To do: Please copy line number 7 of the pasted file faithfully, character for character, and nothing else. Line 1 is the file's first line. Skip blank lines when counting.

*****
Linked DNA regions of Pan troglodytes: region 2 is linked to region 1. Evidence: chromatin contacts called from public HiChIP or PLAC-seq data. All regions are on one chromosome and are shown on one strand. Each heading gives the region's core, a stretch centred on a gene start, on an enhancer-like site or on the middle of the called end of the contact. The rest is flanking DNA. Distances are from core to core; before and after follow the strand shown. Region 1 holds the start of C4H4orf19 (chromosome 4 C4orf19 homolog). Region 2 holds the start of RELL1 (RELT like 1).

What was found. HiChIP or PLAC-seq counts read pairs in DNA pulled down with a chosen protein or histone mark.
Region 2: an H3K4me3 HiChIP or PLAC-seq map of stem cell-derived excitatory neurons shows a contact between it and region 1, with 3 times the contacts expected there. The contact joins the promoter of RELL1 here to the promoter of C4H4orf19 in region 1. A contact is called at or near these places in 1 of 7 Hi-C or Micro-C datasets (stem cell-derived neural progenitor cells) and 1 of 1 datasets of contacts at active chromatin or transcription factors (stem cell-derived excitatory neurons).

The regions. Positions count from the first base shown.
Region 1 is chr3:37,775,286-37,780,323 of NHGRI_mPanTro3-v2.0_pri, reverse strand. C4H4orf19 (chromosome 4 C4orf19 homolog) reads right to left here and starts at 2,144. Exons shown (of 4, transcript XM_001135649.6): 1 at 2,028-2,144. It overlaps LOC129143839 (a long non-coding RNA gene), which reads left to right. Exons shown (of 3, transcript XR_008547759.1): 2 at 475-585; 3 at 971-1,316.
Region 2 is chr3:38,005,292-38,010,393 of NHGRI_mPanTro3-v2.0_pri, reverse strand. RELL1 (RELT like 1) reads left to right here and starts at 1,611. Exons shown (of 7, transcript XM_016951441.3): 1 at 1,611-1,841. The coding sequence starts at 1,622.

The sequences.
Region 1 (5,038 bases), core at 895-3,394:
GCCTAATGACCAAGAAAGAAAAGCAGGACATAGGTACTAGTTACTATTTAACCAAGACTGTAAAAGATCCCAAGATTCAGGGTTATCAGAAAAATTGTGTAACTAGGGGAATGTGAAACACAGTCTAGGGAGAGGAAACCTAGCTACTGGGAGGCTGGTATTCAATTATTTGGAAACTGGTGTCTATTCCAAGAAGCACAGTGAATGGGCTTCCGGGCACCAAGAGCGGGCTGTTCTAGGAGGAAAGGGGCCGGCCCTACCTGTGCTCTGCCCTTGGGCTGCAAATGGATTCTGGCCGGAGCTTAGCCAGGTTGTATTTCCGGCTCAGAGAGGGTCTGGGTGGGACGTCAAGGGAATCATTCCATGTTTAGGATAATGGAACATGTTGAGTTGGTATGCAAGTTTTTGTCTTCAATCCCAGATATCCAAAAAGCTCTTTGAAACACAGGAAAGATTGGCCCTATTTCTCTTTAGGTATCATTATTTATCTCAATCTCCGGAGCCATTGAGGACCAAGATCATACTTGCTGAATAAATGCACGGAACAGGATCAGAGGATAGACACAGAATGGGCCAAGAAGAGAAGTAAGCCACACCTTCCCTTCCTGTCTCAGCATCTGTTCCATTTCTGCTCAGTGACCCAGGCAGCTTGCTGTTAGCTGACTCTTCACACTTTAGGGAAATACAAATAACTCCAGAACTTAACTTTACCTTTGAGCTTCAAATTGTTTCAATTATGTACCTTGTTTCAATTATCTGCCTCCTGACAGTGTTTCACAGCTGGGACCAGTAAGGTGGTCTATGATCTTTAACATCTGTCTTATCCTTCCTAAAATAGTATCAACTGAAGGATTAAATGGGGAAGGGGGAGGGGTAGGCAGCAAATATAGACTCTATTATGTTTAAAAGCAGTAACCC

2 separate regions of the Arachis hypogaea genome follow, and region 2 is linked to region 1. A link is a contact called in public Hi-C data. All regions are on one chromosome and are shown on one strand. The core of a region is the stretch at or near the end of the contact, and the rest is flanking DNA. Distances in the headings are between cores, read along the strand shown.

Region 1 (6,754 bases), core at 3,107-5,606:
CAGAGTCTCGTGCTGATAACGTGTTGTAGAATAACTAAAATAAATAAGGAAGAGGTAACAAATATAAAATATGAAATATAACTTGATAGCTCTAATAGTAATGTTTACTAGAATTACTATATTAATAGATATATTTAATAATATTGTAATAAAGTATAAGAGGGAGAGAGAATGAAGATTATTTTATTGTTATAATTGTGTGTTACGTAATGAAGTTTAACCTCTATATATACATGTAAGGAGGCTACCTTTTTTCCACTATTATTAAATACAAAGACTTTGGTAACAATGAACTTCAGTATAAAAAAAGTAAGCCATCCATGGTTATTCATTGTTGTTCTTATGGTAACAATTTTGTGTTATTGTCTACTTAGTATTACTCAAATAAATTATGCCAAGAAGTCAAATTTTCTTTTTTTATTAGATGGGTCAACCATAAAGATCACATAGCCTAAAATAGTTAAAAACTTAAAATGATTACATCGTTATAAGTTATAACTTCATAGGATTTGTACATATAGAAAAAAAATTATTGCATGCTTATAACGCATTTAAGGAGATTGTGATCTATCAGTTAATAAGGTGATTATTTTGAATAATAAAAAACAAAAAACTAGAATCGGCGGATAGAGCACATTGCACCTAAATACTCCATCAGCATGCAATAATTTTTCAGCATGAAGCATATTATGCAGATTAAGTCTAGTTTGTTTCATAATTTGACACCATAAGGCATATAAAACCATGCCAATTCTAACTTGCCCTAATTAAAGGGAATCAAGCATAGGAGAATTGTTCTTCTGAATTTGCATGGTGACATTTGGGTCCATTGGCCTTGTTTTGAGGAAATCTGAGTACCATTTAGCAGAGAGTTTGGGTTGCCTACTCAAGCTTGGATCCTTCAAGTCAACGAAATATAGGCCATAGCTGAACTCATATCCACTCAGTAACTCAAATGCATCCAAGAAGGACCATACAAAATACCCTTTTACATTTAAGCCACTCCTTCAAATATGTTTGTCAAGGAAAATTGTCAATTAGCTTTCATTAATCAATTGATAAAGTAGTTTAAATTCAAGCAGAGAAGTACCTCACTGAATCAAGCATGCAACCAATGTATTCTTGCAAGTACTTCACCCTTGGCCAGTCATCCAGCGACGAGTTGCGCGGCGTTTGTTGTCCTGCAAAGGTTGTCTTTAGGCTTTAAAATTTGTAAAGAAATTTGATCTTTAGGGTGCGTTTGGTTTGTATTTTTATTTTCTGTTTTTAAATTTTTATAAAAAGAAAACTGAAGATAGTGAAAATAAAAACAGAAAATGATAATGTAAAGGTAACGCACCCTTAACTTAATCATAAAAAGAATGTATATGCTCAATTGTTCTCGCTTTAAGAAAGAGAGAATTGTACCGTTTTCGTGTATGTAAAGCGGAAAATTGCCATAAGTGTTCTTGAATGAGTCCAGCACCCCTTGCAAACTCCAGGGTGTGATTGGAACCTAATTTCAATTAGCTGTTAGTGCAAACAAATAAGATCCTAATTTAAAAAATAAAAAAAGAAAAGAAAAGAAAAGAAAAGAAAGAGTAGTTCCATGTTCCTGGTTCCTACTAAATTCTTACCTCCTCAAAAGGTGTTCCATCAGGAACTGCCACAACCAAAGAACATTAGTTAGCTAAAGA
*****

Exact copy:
The sequences.